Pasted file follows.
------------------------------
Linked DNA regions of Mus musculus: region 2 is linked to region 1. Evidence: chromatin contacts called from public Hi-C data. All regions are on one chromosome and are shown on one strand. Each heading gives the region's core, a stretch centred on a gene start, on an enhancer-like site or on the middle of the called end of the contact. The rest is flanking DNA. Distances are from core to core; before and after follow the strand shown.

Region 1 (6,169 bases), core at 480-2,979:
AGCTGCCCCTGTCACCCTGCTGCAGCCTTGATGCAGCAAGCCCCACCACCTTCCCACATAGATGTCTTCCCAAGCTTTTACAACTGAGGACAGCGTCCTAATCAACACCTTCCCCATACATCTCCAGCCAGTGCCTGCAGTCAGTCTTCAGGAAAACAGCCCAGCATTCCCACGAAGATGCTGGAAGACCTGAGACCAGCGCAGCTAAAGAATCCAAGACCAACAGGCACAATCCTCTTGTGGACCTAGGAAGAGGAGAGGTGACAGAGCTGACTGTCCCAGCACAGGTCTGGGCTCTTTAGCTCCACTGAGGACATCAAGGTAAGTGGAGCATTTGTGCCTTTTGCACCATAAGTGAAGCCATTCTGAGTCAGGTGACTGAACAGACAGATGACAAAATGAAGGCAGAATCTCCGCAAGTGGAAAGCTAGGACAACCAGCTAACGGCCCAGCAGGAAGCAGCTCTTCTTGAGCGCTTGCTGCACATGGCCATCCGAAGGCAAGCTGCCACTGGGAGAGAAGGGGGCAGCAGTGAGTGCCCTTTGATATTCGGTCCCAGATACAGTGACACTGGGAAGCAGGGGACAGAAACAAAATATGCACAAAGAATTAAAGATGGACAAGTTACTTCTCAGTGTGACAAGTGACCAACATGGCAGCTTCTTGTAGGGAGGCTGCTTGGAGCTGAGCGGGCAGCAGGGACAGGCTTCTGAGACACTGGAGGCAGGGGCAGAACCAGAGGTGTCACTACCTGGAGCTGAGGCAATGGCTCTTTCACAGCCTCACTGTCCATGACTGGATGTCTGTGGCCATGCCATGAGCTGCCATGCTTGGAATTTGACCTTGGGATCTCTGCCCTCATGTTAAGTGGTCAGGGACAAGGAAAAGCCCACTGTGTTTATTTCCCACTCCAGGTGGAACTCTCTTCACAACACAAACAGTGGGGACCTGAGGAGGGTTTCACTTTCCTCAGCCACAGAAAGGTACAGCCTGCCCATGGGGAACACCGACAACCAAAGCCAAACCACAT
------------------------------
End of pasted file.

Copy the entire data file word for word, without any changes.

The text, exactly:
Linked DNA regions of Mus musculus: region 2 is linked to region 1. Evidence: chromatin contacts called from public Hi-C data. All regions are on one chromosome and are shown on one strand. Each heading gives the region's core, a stretch centred on a gene start, on an enhancer-like site or on the middle of the called end of the contact. The rest is flanking DNA. Distances are from core to core; before and after follow the strand shown.

Region 1 (6,169 bases), core at 480-2,979:
AGCTGCCCCTGTCACCCTGCTGCAGCCTTGATGCAGCAAGCCCCACCACCTTCCCACATAGATGTCTTCCCAAGCTTTTACAACTGAGGACAGCGTCCTAATCAACACCTTCCCCATACATCTCCAGCCAGTGCCTGCAGTCAGTCTTCAGGAAAACAGCCCAGCATTCCCACGAAGATGCTGGAAGACCTGAGACCAGCGCAGCTAAAGAATCCAAGACCAACAGGCACAATCCTCTTGTGGACCTAGGAAGAGGAGAGGTGACAGAGCTGACTGTCCCAGCACAGGTCTGGGCTCTTTAGCTCCACTGAGGACATCAAGGTAAGTGGAGCATTTGTGCCTTTTGCACCATAAGTGAAGCCATTCTGAGTCAGGTGACTGAACAGACAGATGACAAAATGAAGGCAGAATCTCCGCAAGTGGAAAGCTAGGACAACCAGCTAACGGCCCAGCAGGAAGCAGCTCTTCTTGAGCGCTTGCTGCACATGGCCATCCGAAGGCAAGCTGCCACTGGGAGAGAAGGGGGCAGCAGTGAGTGCCCTTTGATATTCGGTCCCAGATACAGTGACACTGGGAAGCAGGGGACAGAAACAAAATATGCACAAAGAATTAAAGATGGACAAGTTACTTCTCAGTGTGACAAGTGACCAACATGGCAGCTTCTTGTAGGGAGGCTGCTTGGAGCTGAGCGGGCAGCAGGGACAGGCTTCTGAGACACTGGAGGCAGGGGCAGAACCAGAGGTGTCACTACCTGGAGCTGAGGCAATGGCTCTTTCACAGCCTCACTGTCCATGACTGGATGTCTGTGGCCATGCCATGAGCTGCCATGCTTGGAATTTGACCTTGGGATCTCTGCCCTCATGTTAAGTGGTCAGGGACAAGGAAAAGCCCACTGTGTTTATTTCCCACTCCAGGTGGAACTCTCTTCACAACACAAACAGTGGGGACCTGAGGAGGGTTTCACTTTCCTCAGCCACAGAAAGGTACAGCCTGCCCATGGGGAACACCGACAACCAAAGCCAAACCACAT